Earlier this month, the High Court rejected an application for judicial review of Defra’s burning regulations. Their legal challenge, launched in July, claimed that because there is no map to identify where such peat is deeper than 40cm, the rules can’t be enforced.
The core of the campaign group’s challenge came from one source – a report from the Climate Change Committee (CCC) published four months after the latest regulations were approved by Parliament. This report is held up by those calling for an end to burning as having all the answers, but it (and Wild Justice) does not clearly lay out the evidence for this position.
Not only does the report not clearly show its working out, it acts as if we already have all the answers. To make big decisions, it’s important that we satisfy ourselves that we know have substance to back them up. So far, the CCC is yet to explain how it reached its conclusion on controlled winter burning.
We’re not the only ones questioning it.
In his response to the application from Wild Justice, the Honourable Mr Justice Dove stated that the CCC report ‘does not provide an arguable basis on which to contend that the Burning Regulations when they were made failed to have regard to climate change and the associated need to take action’. He also stated that ‘I do not accept that it is arguable that without a map the Burning Regulations cannot be enforced’ and correctly pointed to public sources from regulators and the Wildlife Trusts as part of the justification for a limit of 40cm depth.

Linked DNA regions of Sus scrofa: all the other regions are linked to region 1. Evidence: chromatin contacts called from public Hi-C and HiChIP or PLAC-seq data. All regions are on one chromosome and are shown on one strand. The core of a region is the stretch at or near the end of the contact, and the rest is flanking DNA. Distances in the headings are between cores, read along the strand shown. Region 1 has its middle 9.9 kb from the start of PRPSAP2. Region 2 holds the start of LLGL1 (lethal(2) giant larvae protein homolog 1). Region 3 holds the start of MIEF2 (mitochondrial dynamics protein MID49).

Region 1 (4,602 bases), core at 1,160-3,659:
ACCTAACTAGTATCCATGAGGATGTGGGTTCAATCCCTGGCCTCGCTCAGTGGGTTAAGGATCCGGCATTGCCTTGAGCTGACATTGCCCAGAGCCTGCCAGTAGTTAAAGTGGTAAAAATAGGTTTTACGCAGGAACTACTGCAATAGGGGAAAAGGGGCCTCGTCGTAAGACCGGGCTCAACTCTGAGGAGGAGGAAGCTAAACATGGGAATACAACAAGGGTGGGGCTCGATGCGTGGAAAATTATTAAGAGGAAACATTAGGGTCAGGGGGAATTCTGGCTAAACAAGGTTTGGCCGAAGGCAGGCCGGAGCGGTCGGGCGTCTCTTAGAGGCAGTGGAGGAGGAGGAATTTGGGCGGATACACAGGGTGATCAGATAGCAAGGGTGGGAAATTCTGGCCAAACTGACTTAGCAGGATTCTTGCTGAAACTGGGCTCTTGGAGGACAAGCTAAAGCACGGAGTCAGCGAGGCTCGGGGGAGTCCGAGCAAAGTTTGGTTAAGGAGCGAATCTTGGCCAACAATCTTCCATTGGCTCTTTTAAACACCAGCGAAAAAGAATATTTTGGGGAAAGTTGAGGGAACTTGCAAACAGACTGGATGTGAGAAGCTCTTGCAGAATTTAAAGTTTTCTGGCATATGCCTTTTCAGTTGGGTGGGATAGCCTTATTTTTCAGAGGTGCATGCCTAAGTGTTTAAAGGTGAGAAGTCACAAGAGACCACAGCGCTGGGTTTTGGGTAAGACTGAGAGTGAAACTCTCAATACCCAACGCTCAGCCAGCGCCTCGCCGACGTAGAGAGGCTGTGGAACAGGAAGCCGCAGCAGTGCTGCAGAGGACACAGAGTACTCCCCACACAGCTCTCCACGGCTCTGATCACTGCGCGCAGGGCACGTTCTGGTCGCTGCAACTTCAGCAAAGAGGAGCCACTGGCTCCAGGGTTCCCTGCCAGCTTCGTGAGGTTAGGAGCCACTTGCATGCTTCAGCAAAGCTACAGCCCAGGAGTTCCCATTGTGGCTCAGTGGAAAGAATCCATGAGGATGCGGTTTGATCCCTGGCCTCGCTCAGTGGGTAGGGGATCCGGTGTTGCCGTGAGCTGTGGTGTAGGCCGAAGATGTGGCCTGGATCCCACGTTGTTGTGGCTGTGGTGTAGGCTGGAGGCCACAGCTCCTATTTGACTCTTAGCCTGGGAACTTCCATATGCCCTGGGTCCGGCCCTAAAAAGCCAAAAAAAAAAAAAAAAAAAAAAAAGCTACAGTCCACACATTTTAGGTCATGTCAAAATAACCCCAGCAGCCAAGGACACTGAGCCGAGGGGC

Andreas Heinemeyer, Senior Researcher at the University of York’s Stockholm Environment Institute, responded to the ruling on Twitter, stating that it “seems we really need some actual and robust evidence on impacts on carbon.” He should know. Not only does he have over 15 years expertise in the impacts of moorland management on carbon, but he also leads Defra’s long-term study on peatland management and ecosystem services in the UK. There is a reason Defra has spent a considerable sum of money on this study. In their own words, to provide in depth understanding of the management implications on key ecosystem services related to biodiversity, carbon, greenhouse gases and water.
This is a live situation and one we’re yet to find all the answers to before making big decisions that affect not only our countryside, but livelihoods and the environment.